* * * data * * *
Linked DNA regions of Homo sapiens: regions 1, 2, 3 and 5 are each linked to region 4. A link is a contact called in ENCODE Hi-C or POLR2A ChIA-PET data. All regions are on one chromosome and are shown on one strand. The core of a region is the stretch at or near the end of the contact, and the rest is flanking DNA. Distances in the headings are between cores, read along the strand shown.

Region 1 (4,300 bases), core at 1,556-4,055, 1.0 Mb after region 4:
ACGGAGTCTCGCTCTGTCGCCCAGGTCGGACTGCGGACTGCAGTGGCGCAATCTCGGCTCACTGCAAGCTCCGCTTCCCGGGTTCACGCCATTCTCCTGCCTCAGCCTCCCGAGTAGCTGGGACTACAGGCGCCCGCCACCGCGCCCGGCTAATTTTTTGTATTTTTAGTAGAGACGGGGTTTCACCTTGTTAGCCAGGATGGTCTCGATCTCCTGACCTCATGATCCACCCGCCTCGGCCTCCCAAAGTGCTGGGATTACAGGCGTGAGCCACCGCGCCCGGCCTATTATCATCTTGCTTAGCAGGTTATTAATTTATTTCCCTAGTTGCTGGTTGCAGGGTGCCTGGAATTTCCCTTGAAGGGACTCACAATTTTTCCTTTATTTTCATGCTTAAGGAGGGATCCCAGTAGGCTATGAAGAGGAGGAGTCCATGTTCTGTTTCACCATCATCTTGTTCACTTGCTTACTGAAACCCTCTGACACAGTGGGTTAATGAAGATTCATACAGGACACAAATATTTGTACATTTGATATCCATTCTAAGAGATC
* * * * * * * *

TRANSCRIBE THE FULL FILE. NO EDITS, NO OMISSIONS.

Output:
Linked DNA regions of Homo sapiens: regions 1, 2, 3 and 5 are each linked to region 4. A link is a contact called in ENCODE Hi-C or POLR2A ChIA-PET data. All regions are on one chromosome and are shown on one strand. The core of a region is the stretch at or near the end of the contact, and the rest is flanking DNA. Distances in the headings are between cores, read along the strand shown.

Region 1 (4,300 bases), core at 1,556-4,055, 1.0 Mb after region 4:
ACGGAGTCTCGCTCTGTCGCCCAGGTCGGACTGCGGACTGCAGTGGCGCAATCTCGGCTCACTGCAAGCTCCGCTTCCCGGGTTCACGCCATTCTCCTGCCTCAGCCTCCCGAGTAGCTGGGACTACAGGCGCCCGCCACCGCGCCCGGCTAATTTTTTGTATTTTTAGTAGAGACGGGGTTTCACCTTGTTAGCCAGGATGGTCTCGATCTCCTGACCTCATGATCCACCCGCCTCGGCCTCCCAAAGTGCTGGGATTACAGGCGTGAGCCACCGCGCCCGGCCTATTATCATCTTGCTTAGCAGGTTATTAATTTATTTCCCTAGTTGCTGGTTGCAGGGTGCCTGGAATTTCCCTTGAAGGGACTCACAATTTTTCCTTTATTTTCATGCTTAAGGAGGGATCCCAGTAGGCTATGAAGAGGAGGAGTCCATGTTCTGTTTCACCATCATCTTGTTCACTTGCTTACTGAAACCCTCTGACACAGTGGGTTAATGAAGATTCATACAGGACACAAATATTTGTACATTTGATATCCATTCTAAGAGATC